African American Slave Medicine
Common diseases of the time. The migration of Europeans and Africans to North and Central America introduced new diseases to the regions. Bewell wrote, “An essential aspect of disease during the colonial period was that it affected different populations differently because people from different parts of the world would have been previously exposed to different pathogens.”
For example, the Europeans introduced influenza, tuberculosis, smallpox, measles, and the plague, as well as potent alcoholic beverages and firearms, to African American and Native American populations with devastating effects. While Africans had some immunity to smallpox, even so, the spread of smallpox was so prevalent that Louisiana authorities quarantined slave-bearing vessels from Africa and the West Indies. White populations had developed some degree of immunity to influenza, tuberculosis, and the plague that Africans and Native Americans lacked. African Americans were particularly susceptible to bacterial pneumonia. Likewise, Byrd and Clayton wrote, “The slave trade transported malaria and yellow fever to the new world.” African populations had developed a degree of immunity to diseases such as yellow fever, leprosy, and malaria. The yellow fever disease would have more devastating effects on Whites than Africans because Whites lacked any immunity to the disease. The picture becomes more complicated; when indigenous populations are considered with their exposure to different diseases and relative degree of immunity. The Native American groups also exposed these immigrant populations to local illnesses and diseases. Each population’s response to pathogens differed depending on their origin, resulting in some communities faring better than others, depending on the type of disease.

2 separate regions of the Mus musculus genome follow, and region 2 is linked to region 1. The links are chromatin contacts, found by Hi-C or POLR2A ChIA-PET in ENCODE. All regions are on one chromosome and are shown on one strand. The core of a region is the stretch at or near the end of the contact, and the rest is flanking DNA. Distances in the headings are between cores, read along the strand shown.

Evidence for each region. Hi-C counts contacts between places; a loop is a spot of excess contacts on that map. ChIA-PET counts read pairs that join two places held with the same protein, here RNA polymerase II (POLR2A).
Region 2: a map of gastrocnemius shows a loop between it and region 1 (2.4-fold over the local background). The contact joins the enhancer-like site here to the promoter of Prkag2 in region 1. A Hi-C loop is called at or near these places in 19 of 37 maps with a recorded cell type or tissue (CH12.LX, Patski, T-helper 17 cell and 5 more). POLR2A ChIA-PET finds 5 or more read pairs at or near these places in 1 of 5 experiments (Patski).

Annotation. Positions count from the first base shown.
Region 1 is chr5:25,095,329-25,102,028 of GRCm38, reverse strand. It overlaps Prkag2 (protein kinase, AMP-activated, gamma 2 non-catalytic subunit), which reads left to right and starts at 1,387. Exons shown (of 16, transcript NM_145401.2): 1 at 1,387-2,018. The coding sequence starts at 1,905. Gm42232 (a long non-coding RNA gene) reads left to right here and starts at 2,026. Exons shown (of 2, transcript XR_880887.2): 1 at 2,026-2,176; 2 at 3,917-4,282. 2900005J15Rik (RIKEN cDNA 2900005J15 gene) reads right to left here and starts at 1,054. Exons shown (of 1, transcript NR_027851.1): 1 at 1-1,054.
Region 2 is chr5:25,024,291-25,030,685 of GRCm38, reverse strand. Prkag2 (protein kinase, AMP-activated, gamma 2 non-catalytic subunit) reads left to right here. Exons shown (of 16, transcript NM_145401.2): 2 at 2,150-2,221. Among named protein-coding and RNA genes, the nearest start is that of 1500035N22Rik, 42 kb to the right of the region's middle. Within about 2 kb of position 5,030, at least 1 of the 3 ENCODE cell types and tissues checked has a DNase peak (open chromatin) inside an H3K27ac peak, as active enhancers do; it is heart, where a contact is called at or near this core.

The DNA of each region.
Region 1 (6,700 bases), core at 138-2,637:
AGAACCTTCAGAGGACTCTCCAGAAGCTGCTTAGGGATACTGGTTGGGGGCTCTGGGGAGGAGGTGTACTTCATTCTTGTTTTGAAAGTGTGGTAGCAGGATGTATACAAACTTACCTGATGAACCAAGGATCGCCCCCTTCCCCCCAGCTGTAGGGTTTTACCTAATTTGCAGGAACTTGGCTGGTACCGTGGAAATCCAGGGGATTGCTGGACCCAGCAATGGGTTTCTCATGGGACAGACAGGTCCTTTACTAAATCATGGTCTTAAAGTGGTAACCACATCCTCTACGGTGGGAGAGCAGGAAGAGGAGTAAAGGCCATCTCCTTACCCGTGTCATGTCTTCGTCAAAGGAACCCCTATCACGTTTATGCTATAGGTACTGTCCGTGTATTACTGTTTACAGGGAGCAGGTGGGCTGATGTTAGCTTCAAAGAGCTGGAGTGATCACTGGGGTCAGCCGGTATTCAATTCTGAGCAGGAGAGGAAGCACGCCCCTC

The high morbidity rates for slaves can be associated with many factors including disease. Poor diets of Whites and slaves made them susceptible to nutritional deficiencies such as pellagra (niacin deficiency), riboflavin deficiency, and starvation. Byrd and Clayton wrote, “High mortality rates for Black slaves were associated with dysentery, typhoid fever, cholera, hepatitis, and worms.” These diseases are related to poor sanitation and living conditions. Specifically, typhoid epidemics occur primarily because of contaminated water, typhus from body lice, measles, mumps, and chicken pox from poor living conditions, such as reduced ventilation and damp dirt floors.